- Until the documented AD is available, the providers must act in the patient’s best interest, according to their experience and knowledge.
Limitations on the durable power of attorney for health care
A person with a DPAHC has certain limitations. These vary by state, but often prevent the DPAHC from refusing or withdrawing:
- Hydration and nutrition to the patient
- Comfort care measures
- Treatment for a patient who is pregnant and/or procedures involving abortion or sterilization
- Care for a patient who previously consented to receiving that care unless a significant change has occurred in the patient’s condition that causes the treatment to no longer be effective
Who can be a durable power of attorney for health care
This varies by state, but frequently the DPAHC cannot be:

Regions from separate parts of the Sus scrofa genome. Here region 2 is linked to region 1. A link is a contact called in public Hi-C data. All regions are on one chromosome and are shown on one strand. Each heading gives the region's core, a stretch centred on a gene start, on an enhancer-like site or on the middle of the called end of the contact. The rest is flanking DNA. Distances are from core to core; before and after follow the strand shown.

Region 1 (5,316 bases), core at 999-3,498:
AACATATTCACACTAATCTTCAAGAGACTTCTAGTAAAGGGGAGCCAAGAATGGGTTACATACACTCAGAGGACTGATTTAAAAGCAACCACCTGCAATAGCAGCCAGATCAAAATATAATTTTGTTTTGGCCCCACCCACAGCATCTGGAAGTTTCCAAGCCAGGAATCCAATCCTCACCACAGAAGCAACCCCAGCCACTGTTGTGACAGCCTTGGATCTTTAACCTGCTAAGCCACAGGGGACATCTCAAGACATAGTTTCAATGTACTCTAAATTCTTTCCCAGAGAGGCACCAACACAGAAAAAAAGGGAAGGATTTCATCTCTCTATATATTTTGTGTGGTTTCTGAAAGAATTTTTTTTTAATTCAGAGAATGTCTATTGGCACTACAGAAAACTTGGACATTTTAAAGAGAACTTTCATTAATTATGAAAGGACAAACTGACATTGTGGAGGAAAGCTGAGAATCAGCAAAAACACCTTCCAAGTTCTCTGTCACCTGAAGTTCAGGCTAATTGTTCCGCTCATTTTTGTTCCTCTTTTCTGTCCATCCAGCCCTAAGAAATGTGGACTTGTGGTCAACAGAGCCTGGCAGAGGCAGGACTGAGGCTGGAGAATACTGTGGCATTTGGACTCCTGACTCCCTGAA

- The attending physician
- A clinician working at the facility (exceptions are typically made for relatives of the patient)
- Officials or administrators (e.g., facility owners, government officials) who are financially responsible for the patient’s care
- House, S. A., Ogilvie, W. A. (2021). Advance directives. StatPearls. Retrieved from http://www.ncbi.nlm.nih.gov/books/NBK459133/
- Sadock, B. J., Sadock, V. A., Ruiz, P. (2014). End-of-life issues. Chapter 34 of Kaplan and Sadock’s Synopsis of Psychiatry: Behavioral Sciences/Clinical Psychiatry, 11th ed. Philadelphia: Lippincott Williams and Wilkins, pp. 1352–1373.
- Silveira, M. J. (2020). Advance care planning and advance directives. In Givens, J. (Ed.). UpToDate. Retrieved June 10, 2021, from https://www.uptodate.com/contents/advance-care-planning-and-advance-directives
- American Bar Association Commission on Law and Aging. (2019). State health care power of attorney statutes: selected characteristics. Retrieved June 10, 2021, from https://www.americanbar.org/content/dam/aba/administrative/law_aging/state-health-care-power-of-attorney-statutes.authcheckdam.pdf